PHILADELPHIA -- Cliff Lee said he can control only what he can control, so if he is frustrated with another stellar pitching performance wasted Wednesday night at Citizens Bank Park, he cared not to share those feelings.
Maybe he is numb to it.
Lee allowed 11 hits, one run, one walk and struck out 13 in nine innings in a 1-0 loss to the Braves. He threw a career-high 128 pitches in the 29th complete game of his career. It is the ninth time since he rejoined the Phillies in 2011 that he has struck out 12 or more batters in a game. Lee is 2-5 with a 2.12 ERA in those starts, as the Phils have been shut out four times and scored just 23 runs. Lee is also the first pitcher in 100 years to lose twice despite allowing one run and striking out 13 or more batters in a complete game.
The last time it happened? In Lee's last start against the Braves on Sept. 27, 2013.
"All I can worry about is making pitches and throwing strikes," Lee said. "I can't worry about the guys behind me making plays. I assume they're going to, and I assume we're going to hit and score runs. Occasionally, you run into a pitcher that's on top of what he's doing, like tonight. He shut us out, and that's part of the game."
Braves right-hander Julio Teheran allowed three hits and struck out four for the shutout win. Ryan Howard broke up a perfect game with an infield single in the fifth. Carlos Ruiz singled to left in the eighth and Jimmy Rollins singled to center in the ninth for the only other Phillies baserunners of the night.
"It was definitely his night," Ben Revere said. "Everything went the way he wanted."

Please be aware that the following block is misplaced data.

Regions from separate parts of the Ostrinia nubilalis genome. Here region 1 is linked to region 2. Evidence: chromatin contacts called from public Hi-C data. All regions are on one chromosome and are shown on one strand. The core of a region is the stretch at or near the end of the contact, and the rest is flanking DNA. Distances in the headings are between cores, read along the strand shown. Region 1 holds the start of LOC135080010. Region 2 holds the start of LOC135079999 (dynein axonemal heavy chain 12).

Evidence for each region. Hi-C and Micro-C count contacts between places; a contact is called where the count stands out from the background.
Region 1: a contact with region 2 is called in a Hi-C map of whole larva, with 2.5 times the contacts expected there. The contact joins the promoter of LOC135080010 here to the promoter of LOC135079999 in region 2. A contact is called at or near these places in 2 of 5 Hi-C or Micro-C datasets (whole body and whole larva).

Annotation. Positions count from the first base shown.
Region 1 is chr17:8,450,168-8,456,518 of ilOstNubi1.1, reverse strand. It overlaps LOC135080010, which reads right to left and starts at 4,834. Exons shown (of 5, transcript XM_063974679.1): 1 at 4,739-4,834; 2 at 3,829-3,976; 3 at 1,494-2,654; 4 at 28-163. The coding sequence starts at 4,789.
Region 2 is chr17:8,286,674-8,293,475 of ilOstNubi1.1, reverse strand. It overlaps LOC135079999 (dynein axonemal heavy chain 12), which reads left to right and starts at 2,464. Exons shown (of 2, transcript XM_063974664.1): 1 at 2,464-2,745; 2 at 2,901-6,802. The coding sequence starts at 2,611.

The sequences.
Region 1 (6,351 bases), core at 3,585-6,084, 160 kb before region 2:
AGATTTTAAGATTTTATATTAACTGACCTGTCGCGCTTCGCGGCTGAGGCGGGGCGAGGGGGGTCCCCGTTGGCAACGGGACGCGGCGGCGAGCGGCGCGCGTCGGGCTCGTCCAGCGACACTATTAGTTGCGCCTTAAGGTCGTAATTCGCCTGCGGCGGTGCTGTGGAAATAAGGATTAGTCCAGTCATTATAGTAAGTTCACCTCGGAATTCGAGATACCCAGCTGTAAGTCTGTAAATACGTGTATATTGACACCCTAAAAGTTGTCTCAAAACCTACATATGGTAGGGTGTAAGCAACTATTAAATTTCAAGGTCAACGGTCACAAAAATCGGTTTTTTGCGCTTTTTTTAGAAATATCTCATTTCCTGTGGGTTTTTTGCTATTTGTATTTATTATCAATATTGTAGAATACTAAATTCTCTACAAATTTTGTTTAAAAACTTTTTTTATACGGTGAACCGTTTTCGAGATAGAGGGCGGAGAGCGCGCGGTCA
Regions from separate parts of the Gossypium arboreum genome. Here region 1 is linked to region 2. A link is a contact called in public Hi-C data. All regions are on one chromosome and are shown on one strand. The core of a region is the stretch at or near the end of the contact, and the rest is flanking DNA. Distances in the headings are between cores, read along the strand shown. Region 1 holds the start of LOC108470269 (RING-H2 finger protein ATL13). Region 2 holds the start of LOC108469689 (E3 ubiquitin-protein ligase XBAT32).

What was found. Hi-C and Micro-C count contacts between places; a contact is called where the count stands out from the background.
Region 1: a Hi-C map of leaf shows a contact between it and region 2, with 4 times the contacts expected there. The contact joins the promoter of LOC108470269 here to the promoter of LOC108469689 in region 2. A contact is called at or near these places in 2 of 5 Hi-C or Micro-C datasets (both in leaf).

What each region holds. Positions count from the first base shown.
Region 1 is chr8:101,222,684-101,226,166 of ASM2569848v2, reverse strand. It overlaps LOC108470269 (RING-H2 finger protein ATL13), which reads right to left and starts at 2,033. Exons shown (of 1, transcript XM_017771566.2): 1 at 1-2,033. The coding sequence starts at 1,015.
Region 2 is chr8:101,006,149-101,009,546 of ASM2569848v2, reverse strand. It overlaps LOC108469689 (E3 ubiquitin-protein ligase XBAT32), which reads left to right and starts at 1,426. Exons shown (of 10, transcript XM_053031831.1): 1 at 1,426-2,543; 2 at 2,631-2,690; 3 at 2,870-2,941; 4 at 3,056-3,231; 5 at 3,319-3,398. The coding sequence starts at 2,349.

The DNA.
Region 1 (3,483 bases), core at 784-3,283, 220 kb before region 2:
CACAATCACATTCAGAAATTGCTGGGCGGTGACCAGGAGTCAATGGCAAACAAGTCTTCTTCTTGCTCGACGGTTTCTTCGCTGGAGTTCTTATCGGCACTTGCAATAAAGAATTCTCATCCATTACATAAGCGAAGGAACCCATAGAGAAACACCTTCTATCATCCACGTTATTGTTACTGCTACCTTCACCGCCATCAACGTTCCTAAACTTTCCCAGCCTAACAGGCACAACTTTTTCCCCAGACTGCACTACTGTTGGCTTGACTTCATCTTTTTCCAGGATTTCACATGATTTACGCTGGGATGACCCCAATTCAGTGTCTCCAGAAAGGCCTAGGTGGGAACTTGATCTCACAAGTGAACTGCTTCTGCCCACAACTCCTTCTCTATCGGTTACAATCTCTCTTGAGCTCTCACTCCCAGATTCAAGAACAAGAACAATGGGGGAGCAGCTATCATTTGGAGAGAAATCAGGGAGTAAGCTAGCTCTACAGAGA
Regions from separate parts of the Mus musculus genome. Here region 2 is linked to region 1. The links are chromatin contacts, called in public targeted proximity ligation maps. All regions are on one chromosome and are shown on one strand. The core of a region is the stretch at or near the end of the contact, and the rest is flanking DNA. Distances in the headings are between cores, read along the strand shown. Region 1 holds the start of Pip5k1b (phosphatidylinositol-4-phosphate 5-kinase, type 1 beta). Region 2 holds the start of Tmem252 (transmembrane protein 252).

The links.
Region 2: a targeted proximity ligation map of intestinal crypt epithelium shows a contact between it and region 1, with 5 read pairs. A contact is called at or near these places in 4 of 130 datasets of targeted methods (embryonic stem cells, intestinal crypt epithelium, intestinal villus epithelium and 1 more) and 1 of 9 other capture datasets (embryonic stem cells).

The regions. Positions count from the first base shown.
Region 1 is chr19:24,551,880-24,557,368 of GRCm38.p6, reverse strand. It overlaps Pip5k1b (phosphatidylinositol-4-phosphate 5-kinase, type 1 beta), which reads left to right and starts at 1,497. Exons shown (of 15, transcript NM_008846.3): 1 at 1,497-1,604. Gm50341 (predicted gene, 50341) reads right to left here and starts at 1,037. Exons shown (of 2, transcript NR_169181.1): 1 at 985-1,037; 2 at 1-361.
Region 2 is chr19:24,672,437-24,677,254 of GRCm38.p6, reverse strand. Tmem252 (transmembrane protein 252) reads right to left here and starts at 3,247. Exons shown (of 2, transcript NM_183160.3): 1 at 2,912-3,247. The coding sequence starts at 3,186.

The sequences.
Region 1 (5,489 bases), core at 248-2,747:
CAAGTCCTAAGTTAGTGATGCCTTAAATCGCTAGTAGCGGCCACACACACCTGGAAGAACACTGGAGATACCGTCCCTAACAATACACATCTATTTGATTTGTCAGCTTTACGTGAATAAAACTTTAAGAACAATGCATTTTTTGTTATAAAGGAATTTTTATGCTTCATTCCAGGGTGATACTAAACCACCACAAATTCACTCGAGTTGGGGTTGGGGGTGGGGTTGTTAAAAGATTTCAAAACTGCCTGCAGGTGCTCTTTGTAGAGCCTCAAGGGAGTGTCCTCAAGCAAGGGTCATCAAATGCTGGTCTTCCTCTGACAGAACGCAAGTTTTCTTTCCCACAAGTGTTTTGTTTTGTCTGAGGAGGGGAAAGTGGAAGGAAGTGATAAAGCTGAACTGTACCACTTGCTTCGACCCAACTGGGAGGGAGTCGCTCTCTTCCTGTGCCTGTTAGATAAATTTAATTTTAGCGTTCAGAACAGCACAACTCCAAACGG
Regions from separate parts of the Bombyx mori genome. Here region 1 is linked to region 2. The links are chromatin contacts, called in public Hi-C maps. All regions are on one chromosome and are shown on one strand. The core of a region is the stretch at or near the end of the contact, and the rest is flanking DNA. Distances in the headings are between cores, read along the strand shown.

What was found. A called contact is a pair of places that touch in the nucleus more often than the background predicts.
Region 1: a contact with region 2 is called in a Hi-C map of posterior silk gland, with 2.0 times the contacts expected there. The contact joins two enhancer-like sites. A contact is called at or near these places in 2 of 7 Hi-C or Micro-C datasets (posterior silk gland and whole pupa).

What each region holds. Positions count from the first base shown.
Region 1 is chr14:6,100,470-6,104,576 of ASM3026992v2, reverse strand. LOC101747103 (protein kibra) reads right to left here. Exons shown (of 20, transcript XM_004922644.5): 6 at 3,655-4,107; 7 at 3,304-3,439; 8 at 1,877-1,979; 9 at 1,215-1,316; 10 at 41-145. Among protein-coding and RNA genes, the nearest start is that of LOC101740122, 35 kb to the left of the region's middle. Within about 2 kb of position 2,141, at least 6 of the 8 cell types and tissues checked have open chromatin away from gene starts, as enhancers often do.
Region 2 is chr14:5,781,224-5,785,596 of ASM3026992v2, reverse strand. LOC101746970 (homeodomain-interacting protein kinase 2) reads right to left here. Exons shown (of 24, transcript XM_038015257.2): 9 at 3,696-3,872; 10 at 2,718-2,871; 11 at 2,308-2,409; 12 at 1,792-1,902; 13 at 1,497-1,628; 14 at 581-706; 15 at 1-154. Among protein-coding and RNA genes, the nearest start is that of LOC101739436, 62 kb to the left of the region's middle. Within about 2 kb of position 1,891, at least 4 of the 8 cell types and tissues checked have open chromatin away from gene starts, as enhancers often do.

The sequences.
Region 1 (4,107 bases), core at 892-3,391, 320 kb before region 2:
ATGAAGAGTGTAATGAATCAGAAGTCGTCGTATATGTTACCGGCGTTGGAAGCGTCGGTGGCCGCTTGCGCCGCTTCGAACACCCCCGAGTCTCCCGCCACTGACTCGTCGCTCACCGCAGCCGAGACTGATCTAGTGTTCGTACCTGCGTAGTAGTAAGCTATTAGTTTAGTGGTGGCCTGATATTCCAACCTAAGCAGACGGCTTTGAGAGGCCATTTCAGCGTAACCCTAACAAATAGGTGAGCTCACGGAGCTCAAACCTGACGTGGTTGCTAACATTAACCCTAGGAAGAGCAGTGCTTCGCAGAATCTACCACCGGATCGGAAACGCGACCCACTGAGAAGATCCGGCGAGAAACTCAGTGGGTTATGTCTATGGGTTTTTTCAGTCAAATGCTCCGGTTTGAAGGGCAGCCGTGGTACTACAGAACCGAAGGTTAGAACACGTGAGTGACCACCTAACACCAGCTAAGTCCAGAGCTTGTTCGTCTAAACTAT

Lee, whose 3.87 run support average since 2011 is the seventh-lowest in baseball, made just one mistake the entire night on a 0-2 fastball to Evan Gattis in the fourth. Gattis, who had a career-high four hits, got enough of the pitch to put it into the first row of seats in left field for a solo home run to make it 1-0.
Lee has not been able to finish hitters in 0-2 counts this season. They entered the night batting .417 (5-for-12) with two doubles, two RBIs and four strikeouts when they put the ball in play in that count. To put that into perspective, hitters from 2011-13 hit a paltry .137 (55-for-401) with six doubles, eight home runs, 19 RBIs and 219 strikeouts against Lee in 0-2 counts.
"I made a mistake on the one pitch that cost me a run, and that's my fault," Lee said. "He had just fouled off the previous fastball that was in the same spot that he hit a home run. He fouled it straight back; he was right on it, and I tried to elevate a fastball. It wasn't a bad spot, but it wasn't the spot I was trying to go to down and in.
"I've got to do a better job than that on a 0-2 count, but other than that, I'm happy with the way I pitched. But I'd rather give up three or four runs and us get the win, but it didn't happen that way."
It often doesn't with Lee.
"That's a trend we don't want to have with Cliff," Phillies manager Ryne Sandberg said.
"Everyone in here is frustrated, just because he pitches so well and gets the loss," Revere said. "But with that, we know we need to come out and pick him up the next time, because we know he'll be back out there helping us out the next time."
Lee had 114 pitches after eight innings, but Sandberg said he had no qualms having him finish what he started.
"He said he was fine," Sandberg said.
Lee said the same thing.
"I felt strong on the last pitch and I felt strong on the first pitch," Lee said. "That's what you want to do, you want to be a guy that they're going to let go back out there after you've thrown 100-plus pitches and pitch the ninth inning. That's what I expect to do and I'm glad they allow me to do that. That's what I work in the offseason for and prepare my body to do, so it's not anything that's that crazy to me."
Losses following great starts aren't crazy for Lee, either. That's something the Phillies would like to change.
Todd Zolecki is a reporter for MLB.com. This story was not subject to the approval of Major League Baseball or its clubs.